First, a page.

In Colorado, Medicaid covers roughly 1.3 million people. Of that, 44 percent are low-income kids and adolescents, 42 percent are adults without kids, 7 percent are those with disabilities and 4 percent are older adults who are often utilizing both Medicaid and Medicare. Adults without dependent children have seen the most increase in Medicaid coverage since the expansion of the program.

“This is not the old traditional Medicaid. The way we are doing Medicaid is really a movement towards cost containment and improving health outcomes. …” Birch says. “What’s different now is that our systems are being redesigned so more people are getting physicals, more people are getting screenings and there is a lot more attention towards prevention and wellness.”

Part of this new model is the Accountable Care Collaborative model, which focuses on cost containment practices such as prevention and wellness, coordinated care between different health partners and community-based care to keep people out of hospitals and assisted living facilities. This program has achieved “$285 million in gross savings, $77 million in net, which goes back into the general fund,” Birch says. “We’ve demonstrated real success with returning investments back to the state on how we are delivering on this new accountable care model.”

For Boulder County specifically, the uninsured rate has dropped from 11.8 percent in 2013 to 5.2 percent in 2015. The local government has taken the lead to enroll citizens both in private and public health insurance programs. “Boulder County really does come at this from a holistic approach,” says Patrick Kelly with the Department of Housing and Human Services (HHS). “We are looking at this as being well-suited as a county to have the infrastructure to assist clients in getting through the application process. … We can troubleshoot cases, help get clients through to determination and then either shop or utilize their Medicaid benefits.”

Medicaid enrollment for people over the age of 21, mostly adults without dependents, has increased 176 percent since 2012 in Boulder County. But this growth comes with increasing Medicaid claims over the last two years (69 percent), and it is becoming increasingly difficult for health providers to keep up with demand. One of the challenges of the Medicaid expansion is finding providers to accept the government insurance, as it tends to pay less than other insurers.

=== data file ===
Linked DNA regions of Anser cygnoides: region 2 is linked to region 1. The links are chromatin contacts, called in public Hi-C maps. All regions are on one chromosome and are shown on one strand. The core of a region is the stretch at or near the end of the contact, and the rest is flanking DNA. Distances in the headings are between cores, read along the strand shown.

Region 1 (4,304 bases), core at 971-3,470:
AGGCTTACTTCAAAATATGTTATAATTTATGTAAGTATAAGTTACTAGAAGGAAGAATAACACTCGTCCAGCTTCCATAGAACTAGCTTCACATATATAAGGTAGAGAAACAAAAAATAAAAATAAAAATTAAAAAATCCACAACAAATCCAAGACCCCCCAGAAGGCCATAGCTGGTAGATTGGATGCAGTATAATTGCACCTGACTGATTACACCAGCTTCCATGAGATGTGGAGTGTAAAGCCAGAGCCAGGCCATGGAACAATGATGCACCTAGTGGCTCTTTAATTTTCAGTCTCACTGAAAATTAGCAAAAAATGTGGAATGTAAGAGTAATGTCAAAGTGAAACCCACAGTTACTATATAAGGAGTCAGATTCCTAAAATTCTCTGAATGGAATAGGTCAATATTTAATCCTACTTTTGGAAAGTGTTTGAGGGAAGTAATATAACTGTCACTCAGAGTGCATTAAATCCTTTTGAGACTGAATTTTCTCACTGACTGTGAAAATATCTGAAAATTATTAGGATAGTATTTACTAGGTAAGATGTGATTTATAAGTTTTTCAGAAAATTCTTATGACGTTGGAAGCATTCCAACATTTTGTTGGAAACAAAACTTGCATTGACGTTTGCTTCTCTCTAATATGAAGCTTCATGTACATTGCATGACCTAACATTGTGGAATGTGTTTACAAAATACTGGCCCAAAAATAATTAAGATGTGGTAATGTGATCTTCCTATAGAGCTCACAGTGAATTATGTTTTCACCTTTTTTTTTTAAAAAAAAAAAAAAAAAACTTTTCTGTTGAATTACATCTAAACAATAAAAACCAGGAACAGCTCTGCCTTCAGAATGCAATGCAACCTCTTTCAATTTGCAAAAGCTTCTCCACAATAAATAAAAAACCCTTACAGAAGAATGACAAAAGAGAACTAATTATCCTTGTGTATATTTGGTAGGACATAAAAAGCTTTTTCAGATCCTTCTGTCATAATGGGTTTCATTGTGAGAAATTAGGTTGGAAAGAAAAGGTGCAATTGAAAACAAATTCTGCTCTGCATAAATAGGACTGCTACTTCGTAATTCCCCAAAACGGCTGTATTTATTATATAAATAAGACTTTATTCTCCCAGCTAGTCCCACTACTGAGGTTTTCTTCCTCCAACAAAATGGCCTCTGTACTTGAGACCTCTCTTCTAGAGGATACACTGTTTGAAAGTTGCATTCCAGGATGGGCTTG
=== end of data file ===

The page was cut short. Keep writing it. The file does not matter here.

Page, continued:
So in addition to providing services for those enrolling in Medicaid, the County is also working with health care providers to educate them about taking on Medicaid clients and Medicaid reimbursements.

“Not only are we helping clients through the process but we’re also trying to help increase the number of providers around the community that take Medicaid and then support them in that process,” says Alison Brisnehan with of the Community Support Division of HHS. “Just to make sure that we know as we are enrolling all these people there are providers out there that are helping to see these clients.”

As both local governments and the State continue to focus on Medicaid expansion as well as enrolling people in the private marketplace and driving down the uninsured rate, it is unlikely that Colorado, or any other state for that matter, will be 100 percent covered. Undocumented immigrants who don’t qualify for public insurance and conscientious objectors will prevent that from happening. But with 94 percent coverage, Colorado ranks higher than most states.

Which is why both Birch and Kelly agree that repealing the federal health care law, specifically the Medicaid expansion provision, wouldn’t be beneficial. The hospital provider fee will continue to cover the state’s portion of Medicaid, even as federal financing wanes and repealing the law wouldn’t save any general fund money, Birch says. “Our premise is that if you pull back the Affordable Care Act, the federal government would pull back on the funding mechanisms … it would create more expensive modeled care,” she says. “We think it’s much smarter to stay on this path.”